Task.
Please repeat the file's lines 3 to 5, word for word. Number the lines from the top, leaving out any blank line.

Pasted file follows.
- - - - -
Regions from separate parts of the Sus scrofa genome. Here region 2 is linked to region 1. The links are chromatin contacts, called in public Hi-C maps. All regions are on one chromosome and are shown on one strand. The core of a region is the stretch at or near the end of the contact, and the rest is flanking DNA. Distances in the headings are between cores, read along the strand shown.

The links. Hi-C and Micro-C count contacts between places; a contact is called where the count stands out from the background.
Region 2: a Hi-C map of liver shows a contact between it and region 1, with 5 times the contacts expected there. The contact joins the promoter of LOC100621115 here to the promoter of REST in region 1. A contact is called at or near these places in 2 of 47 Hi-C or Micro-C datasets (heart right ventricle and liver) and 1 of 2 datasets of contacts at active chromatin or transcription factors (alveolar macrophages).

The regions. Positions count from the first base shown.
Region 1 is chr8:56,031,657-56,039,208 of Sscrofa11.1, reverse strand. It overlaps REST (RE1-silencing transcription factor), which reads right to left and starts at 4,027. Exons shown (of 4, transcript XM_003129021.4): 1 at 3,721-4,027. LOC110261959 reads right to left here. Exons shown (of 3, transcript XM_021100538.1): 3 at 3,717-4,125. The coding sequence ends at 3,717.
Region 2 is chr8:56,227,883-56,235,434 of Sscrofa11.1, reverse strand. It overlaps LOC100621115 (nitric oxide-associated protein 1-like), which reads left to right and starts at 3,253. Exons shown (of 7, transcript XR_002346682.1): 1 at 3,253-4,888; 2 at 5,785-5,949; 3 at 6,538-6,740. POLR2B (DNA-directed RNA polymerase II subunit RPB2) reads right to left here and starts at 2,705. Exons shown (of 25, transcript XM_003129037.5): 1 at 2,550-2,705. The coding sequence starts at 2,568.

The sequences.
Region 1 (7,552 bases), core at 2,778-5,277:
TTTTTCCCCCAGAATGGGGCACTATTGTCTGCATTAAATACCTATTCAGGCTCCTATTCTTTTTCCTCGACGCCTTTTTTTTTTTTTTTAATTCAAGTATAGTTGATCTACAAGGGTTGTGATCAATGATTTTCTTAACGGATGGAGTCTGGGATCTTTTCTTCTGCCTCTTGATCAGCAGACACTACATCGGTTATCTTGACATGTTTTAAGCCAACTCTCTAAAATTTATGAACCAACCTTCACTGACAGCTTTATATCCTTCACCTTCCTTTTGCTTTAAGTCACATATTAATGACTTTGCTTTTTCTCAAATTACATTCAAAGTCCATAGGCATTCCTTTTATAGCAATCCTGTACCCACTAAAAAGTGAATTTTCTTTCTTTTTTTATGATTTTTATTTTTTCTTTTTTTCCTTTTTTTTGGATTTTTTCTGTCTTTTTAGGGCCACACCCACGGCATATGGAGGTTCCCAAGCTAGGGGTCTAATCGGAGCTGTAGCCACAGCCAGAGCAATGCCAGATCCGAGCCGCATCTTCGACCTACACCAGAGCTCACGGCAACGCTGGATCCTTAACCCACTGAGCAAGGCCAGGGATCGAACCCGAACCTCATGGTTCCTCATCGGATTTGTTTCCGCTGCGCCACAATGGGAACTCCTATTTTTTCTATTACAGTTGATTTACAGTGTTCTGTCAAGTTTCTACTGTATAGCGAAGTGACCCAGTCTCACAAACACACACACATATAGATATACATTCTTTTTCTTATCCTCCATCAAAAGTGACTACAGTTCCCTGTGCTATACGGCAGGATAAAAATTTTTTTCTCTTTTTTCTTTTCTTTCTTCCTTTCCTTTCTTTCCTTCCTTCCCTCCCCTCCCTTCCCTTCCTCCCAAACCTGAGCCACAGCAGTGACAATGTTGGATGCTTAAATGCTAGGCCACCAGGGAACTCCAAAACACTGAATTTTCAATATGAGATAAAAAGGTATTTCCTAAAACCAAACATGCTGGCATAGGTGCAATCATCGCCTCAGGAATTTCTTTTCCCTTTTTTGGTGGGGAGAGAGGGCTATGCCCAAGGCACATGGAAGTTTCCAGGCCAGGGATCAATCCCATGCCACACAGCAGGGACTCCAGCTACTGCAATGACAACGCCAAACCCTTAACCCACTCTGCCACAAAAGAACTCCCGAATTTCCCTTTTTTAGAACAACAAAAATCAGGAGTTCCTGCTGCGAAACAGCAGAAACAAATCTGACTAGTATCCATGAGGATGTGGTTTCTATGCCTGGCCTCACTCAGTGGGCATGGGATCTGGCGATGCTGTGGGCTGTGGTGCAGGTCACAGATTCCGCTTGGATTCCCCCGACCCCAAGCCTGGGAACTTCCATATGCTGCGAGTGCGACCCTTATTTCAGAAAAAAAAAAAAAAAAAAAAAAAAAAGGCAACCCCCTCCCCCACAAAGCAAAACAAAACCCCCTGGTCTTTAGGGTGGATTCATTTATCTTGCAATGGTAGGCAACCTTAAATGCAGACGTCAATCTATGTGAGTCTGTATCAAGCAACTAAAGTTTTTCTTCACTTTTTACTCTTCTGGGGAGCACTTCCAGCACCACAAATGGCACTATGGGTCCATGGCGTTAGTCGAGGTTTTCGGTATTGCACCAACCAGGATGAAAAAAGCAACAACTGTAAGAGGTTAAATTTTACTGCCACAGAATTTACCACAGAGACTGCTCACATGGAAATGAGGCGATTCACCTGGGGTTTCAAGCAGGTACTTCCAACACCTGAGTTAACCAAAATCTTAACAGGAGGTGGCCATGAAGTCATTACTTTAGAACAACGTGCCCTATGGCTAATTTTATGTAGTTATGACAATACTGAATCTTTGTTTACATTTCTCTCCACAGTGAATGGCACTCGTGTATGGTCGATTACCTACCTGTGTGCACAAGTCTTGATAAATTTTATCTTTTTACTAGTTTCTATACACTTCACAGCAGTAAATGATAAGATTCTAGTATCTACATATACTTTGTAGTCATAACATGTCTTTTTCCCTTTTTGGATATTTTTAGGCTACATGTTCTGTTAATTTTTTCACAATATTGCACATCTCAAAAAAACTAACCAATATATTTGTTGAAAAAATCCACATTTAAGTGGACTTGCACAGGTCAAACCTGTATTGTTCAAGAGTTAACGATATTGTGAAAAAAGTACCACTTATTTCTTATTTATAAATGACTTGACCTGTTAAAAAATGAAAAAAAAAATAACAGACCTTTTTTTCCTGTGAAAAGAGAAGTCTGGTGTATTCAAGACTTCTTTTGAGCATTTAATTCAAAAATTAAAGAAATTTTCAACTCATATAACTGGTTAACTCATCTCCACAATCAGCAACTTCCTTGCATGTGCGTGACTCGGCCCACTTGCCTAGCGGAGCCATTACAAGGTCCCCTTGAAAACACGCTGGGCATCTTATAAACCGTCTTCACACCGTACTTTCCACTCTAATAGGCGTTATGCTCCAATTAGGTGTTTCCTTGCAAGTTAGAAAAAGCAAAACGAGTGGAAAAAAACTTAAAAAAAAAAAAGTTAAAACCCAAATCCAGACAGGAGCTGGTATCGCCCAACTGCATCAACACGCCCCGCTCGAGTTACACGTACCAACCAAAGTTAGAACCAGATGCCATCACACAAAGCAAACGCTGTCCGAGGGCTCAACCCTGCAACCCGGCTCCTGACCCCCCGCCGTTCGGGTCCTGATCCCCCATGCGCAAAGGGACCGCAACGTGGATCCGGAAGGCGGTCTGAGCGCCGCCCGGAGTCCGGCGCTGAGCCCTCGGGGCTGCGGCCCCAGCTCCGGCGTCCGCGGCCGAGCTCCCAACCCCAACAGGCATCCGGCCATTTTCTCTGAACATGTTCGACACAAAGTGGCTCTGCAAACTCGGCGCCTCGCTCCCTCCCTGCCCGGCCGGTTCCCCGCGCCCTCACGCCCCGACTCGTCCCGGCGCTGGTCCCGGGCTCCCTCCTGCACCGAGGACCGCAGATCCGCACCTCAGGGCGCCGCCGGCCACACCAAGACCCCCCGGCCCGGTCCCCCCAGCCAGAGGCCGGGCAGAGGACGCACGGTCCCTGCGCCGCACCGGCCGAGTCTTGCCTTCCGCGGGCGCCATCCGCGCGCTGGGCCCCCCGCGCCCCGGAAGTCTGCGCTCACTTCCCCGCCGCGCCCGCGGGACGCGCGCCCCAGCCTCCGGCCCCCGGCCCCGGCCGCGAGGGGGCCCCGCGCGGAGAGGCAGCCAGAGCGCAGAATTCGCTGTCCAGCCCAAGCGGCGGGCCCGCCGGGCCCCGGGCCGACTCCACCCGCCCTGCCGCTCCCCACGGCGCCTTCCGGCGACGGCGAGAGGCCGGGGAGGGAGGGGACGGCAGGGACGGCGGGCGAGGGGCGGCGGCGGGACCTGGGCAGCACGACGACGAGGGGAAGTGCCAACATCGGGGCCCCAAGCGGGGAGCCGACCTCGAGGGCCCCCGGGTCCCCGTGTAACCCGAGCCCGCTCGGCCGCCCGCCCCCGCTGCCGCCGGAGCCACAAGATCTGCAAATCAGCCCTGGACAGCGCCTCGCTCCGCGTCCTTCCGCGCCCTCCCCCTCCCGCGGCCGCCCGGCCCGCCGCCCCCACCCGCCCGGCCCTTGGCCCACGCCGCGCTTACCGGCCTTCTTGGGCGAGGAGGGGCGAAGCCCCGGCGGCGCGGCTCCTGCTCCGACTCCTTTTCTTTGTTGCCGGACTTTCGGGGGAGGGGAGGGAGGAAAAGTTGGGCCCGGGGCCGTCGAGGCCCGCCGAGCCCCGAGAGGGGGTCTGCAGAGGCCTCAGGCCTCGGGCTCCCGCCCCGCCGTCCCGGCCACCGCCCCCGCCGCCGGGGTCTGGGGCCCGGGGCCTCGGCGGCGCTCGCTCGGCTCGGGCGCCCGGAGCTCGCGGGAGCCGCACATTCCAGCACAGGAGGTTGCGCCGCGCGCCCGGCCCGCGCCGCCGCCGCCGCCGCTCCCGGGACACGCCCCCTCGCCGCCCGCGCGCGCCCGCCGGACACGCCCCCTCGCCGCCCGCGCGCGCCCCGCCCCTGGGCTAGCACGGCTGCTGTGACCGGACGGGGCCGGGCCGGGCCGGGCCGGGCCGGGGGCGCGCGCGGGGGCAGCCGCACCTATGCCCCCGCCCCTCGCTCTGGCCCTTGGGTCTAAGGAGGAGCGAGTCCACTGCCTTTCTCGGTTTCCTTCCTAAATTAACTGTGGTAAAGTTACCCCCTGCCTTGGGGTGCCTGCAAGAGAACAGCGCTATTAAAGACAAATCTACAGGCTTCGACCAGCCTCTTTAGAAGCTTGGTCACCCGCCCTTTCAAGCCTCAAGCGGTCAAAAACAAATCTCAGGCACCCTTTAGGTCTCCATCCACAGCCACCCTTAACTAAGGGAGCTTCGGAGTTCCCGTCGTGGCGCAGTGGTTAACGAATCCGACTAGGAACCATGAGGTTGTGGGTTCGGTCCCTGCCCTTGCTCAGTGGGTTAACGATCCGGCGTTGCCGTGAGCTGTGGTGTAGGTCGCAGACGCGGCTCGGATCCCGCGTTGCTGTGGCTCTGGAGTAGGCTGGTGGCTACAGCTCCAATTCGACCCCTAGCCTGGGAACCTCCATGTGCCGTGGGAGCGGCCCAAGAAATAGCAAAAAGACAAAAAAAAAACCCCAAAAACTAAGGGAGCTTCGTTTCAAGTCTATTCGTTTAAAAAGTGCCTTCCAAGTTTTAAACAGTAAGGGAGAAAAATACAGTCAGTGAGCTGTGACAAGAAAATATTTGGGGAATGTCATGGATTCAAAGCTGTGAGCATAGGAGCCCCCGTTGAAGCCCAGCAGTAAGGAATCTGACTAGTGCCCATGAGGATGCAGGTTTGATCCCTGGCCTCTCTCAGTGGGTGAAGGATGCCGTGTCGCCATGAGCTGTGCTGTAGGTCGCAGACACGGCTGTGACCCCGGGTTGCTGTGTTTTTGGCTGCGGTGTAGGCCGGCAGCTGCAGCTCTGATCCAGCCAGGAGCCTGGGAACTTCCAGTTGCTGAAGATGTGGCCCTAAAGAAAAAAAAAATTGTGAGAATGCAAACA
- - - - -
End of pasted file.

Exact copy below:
Region 2: a Hi-C map of liver shows a contact between it and region 1, with 5 times the contacts expected there. The contact joins the promoter of LOC100621115 here to the promoter of REST in region 1. A contact is called at or near these places in 2 of 47 Hi-C or Micro-C datasets (heart right ventricle and liver) and 1 of 2 datasets of contacts at active chromatin or transcription factors (alveolar macrophages).

The regions. Positions count from the first base shown.
Region 1 is chr8:56,031,657-56,039,208 of Sscrofa11.1, reverse strand. It overlaps REST (RE1-silencing transcription factor), which reads right to left and starts at 4,027. Exons shown (of 4, transcript XM_003129021.4): 1 at 3,721-4,027. LOC110261959 reads right to left here. Exons shown (of 3, transcript XM_021100538.1): 3 at 3,717-4,125. The coding sequence ends at 3,717.